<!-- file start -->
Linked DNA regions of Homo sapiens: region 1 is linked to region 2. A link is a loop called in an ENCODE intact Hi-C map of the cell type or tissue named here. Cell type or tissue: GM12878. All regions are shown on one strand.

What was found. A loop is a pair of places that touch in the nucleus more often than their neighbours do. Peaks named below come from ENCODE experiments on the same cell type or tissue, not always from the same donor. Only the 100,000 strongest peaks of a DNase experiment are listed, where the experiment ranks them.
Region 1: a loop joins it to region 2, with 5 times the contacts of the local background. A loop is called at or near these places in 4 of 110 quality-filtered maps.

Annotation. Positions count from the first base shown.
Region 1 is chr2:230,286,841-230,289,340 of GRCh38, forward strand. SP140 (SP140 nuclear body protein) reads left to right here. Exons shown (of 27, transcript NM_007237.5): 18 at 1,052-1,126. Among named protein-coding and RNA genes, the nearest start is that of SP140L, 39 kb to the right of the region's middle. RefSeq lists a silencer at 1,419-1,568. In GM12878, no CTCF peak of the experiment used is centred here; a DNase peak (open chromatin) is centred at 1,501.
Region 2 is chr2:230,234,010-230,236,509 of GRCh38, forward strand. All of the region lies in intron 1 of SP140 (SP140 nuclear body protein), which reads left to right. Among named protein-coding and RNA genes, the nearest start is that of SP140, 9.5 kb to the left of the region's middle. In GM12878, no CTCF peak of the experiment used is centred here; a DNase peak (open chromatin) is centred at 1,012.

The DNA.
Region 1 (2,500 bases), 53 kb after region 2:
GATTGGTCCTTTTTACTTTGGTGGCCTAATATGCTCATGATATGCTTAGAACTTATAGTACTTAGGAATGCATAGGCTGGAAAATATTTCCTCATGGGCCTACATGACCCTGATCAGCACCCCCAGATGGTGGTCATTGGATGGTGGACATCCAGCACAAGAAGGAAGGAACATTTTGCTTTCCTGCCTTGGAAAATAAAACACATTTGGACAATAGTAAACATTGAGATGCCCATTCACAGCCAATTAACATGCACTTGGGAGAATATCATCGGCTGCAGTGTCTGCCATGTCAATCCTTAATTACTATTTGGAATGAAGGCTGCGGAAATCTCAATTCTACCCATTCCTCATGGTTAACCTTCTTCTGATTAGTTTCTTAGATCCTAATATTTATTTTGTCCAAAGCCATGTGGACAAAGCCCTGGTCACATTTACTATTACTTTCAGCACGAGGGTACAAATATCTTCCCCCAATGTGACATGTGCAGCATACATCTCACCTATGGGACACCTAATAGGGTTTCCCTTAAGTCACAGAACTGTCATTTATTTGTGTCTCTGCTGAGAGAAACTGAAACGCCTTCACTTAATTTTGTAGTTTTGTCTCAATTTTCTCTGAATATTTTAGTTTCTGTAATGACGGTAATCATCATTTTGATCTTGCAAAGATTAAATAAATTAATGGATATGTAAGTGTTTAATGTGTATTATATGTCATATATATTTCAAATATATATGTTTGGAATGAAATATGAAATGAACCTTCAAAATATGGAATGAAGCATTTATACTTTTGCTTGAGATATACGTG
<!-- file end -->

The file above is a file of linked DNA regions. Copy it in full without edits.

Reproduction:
Linked DNA regions of Homo sapiens: region 1 is linked to region 2. A link is a loop called in an ENCODE intact Hi-C map of the cell type or tissue named here. Cell type or tissue: GM12878. All regions are shown on one strand.

What was found. A loop is a pair of places that touch in the nucleus more often than their neighbours do. Peaks named below come from ENCODE experiments on the same cell type or tissue, not always from the same donor. Only the 100,000 strongest peaks of a DNase experiment are listed, where the experiment ranks them.
Region 1: a loop joins it to region 2, with 5 times the contacts of the local background. A loop is called at or near these places in 4 of 110 quality-filtered maps.

Annotation. Positions count from the first base shown.
Region 1 is chr2:230,286,841-230,289,340 of GRCh38, forward strand. SP140 (SP140 nuclear body protein) reads left to right here. Exons shown (of 27, transcript NM_007237.5): 18 at 1,052-1,126. Among named protein-coding and RNA genes, the nearest start is that of SP140L, 39 kb to the right of the region's middle. RefSeq lists a silencer at 1,419-1,568. In GM12878, no CTCF peak of the experiment used is centred here; a DNase peak (open chromatin) is centred at 1,501.
Region 2 is chr2:230,234,010-230,236,509 of GRCh38, forward strand. All of the region lies in intron 1 of SP140 (SP140 nuclear body protein), which reads left to right. Among named protein-coding and RNA genes, the nearest start is that of SP140, 9.5 kb to the left of the region's middle. In GM12878, no CTCF peak of the experiment used is centred here; a DNase peak (open chromatin) is centred at 1,012.

The DNA.
Region 1 (2,500 bases), 53 kb after region 2:
GATTGGTCCTTTTTACTTTGGTGGCCTAATATGCTCATGATATGCTTAGAACTTATAGTACTTAGGAATGCATAGGCTGGAAAATATTTCCTCATGGGCCTACATGACCCTGATCAGCACCCCCAGATGGTGGTCATTGGATGGTGGACATCCAGCACAAGAAGGAAGGAACATTTTGCTTTCCTGCCTTGGAAAATAAAACACATTTGGACAATAGTAAACATTGAGATGCCCATTCACAGCCAATTAACATGCACTTGGGAGAATATCATCGGCTGCAGTGTCTGCCATGTCAATCCTTAATTACTATTTGGAATGAAGGCTGCGGAAATCTCAATTCTACCCATTCCTCATGGTTAACCTTCTTCTGATTAGTTTCTTAGATCCTAATATTTATTTTGTCCAAAGCCATGTGGACAAAGCCCTGGTCACATTTACTATTACTTTCAGCACGAGGGTACAAATATCTTCCCCCAATGTGACATGTGCAGCATACATCTCACCTATGGGACACCTAATAGGGTTTCCCTTAAGTCACAGAACTGTCATTTATTTGTGTCTCTGCTGAGAGAAACTGAAACGCCTTCACTTAATTTTGTAGTTTTGTCTCAATTTTCTCTGAATATTTTAGTTTCTGTAATGACGGTAATCATCATTTTGATCTTGCAAAGATTAAATAAATTAATGGATATGTAAGTGTTTAATGTGTATTATATGTCATATATATTTCAAATATATATGTTTGGAATGAAATATGAAATGAACCTTCAAAATATGGAATGAAGCATTTATACTTTTGCTTGAGATATACGTG